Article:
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Light-blocking window shades are one way to treat sleeplessness shown in study
Apr 28 2011
People who have trouble getting to sleep, or staying asleep without tossing and turning, may benefit from neuroscience research under way at Massachusetts General Hospital (MGH).
Light-blocking window shades may be necessary for easily disturbed sleepers to get a good night's rest.
A research team at MGH found that a brain rhythm normally associated with wakefulness can become intensified during sleep and increase the chance of being awakened by noise or other disturbances.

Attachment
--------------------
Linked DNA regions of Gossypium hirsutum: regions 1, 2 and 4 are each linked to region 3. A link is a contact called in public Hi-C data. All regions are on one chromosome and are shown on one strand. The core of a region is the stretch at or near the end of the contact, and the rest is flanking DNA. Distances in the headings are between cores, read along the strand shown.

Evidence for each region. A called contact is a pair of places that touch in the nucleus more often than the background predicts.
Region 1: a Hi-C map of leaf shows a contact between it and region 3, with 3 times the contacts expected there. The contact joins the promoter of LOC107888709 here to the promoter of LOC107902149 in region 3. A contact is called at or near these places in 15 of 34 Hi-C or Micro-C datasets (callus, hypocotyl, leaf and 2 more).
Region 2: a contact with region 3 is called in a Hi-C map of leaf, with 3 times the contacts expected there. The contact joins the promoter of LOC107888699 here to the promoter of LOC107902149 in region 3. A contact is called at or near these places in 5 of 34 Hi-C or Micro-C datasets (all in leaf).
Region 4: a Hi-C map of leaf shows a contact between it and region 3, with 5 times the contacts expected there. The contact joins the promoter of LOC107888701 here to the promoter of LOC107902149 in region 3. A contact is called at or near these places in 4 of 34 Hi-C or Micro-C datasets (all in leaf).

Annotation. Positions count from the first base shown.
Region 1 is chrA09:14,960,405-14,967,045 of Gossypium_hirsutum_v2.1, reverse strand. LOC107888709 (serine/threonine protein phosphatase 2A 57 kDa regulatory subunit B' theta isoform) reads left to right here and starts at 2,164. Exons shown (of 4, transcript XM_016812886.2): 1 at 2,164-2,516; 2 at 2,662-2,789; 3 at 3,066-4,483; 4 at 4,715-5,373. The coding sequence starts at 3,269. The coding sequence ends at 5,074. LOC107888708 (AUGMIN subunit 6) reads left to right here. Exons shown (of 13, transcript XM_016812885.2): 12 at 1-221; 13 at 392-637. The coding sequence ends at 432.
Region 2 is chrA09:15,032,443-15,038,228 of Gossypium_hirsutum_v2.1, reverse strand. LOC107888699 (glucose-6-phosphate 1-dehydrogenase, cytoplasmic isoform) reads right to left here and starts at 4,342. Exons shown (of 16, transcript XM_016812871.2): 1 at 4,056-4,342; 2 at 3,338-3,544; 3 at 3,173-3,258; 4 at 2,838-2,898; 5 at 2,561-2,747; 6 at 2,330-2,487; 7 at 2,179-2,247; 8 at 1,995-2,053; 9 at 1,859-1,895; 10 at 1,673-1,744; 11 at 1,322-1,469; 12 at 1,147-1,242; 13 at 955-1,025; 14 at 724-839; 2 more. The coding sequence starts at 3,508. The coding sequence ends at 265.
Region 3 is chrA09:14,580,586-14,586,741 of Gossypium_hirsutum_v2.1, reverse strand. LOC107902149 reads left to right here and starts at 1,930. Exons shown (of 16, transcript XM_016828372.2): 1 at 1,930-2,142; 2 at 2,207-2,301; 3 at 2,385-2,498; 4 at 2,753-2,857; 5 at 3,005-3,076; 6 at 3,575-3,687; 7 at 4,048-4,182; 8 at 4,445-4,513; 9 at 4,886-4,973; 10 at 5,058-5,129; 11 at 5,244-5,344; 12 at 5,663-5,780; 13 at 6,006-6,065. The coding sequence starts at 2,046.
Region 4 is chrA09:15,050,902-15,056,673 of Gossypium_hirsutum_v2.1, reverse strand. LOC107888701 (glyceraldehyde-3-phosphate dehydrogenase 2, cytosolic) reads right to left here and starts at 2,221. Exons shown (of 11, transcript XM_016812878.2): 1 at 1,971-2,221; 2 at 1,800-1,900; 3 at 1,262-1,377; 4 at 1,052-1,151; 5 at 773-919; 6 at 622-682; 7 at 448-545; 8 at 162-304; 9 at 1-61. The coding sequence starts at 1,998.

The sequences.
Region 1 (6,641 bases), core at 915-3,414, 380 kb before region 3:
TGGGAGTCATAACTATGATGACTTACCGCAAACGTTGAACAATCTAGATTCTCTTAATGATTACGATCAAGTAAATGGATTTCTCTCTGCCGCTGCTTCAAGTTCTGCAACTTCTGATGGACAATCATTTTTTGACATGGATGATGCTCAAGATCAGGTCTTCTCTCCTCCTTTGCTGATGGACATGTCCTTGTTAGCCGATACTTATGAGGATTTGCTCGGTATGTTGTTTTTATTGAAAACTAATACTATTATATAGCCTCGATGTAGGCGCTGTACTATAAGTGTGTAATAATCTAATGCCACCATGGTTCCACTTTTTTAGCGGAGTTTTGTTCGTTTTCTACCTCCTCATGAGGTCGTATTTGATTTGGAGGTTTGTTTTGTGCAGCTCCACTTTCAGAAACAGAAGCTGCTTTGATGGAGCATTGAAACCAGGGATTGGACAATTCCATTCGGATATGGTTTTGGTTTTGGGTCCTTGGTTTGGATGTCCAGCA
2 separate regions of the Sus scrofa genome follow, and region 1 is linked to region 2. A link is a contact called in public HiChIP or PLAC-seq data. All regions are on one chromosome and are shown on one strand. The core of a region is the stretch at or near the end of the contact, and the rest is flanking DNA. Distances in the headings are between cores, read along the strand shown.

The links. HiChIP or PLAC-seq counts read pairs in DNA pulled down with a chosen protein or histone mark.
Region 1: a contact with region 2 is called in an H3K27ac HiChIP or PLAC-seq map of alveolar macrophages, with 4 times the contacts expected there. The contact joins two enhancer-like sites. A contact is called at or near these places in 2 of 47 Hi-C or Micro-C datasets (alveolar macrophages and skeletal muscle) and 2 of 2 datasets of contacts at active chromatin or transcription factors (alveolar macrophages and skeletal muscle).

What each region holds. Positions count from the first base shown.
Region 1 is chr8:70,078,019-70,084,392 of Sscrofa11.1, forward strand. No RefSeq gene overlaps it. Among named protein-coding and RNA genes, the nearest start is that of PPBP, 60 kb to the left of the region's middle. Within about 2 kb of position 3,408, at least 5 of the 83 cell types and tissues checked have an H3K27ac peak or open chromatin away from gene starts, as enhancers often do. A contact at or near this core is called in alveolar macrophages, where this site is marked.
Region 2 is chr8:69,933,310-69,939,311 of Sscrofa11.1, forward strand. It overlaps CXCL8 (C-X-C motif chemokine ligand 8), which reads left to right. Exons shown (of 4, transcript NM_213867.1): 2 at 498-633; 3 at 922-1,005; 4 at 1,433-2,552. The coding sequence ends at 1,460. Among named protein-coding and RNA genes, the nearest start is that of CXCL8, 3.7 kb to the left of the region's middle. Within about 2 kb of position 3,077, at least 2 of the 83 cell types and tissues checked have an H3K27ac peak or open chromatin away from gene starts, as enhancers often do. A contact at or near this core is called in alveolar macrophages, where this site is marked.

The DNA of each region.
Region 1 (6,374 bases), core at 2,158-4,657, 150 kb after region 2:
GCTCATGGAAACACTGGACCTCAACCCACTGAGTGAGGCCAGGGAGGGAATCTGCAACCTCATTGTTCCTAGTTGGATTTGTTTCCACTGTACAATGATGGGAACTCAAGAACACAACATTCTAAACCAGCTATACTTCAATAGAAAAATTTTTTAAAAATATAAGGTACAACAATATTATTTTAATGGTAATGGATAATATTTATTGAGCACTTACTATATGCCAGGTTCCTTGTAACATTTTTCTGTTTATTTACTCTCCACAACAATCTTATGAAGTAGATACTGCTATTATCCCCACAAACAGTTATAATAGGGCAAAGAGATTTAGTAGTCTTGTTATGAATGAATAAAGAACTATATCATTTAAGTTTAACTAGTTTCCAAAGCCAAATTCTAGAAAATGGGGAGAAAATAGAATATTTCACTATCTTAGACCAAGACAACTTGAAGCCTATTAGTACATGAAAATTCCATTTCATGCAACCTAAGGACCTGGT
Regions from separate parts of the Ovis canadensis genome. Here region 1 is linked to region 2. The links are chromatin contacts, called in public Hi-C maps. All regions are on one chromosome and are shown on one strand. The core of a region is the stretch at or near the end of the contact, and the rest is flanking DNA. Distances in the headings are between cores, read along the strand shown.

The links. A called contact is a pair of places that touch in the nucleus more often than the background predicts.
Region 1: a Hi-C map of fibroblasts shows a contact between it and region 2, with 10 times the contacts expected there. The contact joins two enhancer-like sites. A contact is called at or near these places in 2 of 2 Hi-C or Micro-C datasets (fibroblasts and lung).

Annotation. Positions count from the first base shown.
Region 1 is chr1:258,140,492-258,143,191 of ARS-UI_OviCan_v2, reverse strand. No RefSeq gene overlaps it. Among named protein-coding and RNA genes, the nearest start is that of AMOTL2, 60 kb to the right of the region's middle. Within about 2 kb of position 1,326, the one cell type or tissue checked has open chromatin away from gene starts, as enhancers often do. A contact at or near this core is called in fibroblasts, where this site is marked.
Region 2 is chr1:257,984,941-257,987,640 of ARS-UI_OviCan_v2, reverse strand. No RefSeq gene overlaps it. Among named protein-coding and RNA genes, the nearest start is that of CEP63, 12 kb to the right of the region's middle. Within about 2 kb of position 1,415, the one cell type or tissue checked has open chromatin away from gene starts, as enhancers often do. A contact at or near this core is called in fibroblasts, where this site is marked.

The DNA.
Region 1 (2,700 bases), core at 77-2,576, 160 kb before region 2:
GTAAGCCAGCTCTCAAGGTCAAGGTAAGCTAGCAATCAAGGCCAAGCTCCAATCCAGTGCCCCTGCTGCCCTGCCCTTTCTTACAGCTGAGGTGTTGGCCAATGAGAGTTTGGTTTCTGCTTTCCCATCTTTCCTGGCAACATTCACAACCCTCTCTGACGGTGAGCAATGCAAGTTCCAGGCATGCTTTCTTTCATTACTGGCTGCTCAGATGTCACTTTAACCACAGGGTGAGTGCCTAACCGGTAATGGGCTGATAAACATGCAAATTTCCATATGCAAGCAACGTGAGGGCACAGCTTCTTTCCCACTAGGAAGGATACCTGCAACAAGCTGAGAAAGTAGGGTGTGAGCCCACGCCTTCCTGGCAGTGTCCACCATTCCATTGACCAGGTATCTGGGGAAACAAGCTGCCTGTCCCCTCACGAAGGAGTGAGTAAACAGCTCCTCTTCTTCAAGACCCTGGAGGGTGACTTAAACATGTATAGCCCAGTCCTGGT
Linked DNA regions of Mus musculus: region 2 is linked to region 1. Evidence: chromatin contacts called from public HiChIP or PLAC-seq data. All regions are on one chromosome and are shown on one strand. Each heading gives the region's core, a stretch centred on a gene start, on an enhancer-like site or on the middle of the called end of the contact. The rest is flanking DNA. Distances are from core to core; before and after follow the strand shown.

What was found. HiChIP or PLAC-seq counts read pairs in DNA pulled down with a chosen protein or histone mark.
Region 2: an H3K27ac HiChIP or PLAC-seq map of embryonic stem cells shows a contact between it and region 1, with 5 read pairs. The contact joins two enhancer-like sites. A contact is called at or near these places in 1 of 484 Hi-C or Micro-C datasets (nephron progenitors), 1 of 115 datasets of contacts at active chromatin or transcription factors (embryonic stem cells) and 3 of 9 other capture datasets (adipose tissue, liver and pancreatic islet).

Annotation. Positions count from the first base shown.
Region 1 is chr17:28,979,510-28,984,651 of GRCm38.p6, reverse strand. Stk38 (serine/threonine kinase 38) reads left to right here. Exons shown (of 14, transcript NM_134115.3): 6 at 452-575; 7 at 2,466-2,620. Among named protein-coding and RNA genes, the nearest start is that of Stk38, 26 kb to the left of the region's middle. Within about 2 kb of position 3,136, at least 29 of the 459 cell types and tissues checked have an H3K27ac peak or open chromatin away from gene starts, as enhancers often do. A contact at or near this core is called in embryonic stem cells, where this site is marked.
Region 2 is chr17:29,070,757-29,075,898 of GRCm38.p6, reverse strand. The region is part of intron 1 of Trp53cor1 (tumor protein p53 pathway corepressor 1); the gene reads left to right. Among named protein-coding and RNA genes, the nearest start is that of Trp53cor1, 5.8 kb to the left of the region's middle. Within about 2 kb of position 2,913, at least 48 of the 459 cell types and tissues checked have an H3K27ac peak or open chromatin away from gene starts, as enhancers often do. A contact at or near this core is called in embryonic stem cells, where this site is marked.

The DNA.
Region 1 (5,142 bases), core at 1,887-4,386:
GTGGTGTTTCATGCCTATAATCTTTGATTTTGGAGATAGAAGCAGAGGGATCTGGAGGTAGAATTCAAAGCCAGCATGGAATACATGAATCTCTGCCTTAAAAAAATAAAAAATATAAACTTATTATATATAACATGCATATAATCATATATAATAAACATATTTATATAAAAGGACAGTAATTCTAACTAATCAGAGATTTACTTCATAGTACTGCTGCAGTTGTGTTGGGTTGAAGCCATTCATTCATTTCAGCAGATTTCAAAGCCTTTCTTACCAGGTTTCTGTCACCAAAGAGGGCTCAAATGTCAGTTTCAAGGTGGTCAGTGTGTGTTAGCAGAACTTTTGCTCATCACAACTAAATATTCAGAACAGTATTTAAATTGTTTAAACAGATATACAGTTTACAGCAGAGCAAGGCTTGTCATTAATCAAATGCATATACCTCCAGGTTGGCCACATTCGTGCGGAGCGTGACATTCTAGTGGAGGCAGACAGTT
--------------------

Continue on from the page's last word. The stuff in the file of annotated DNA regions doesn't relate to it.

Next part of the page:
The research team tested 13 volunteers in the hospital sleep lab by using electroencephalography (EEG) rhythms while they slept and repeated background noises at intervals and increasingly louder levels. The EEG measurements of the sleepers' alpha signal, a specific brain rhythm, showed how easily the volunteers could be disturbed.
Published in the journal PloS One, the study may lead to more effective treatments for people who suffer from insomnia or are too easily disturbed once they get to sleep.
Other steps that can be taken to insure a good night's sleep include creating a restful atmosphere by shutting off TVs and other electronics for a period before bedtime and installing light-blocking window shades. Roller shades that fit a variety of decors come in blackout fabrics that provide the light control needed to create a darker room.
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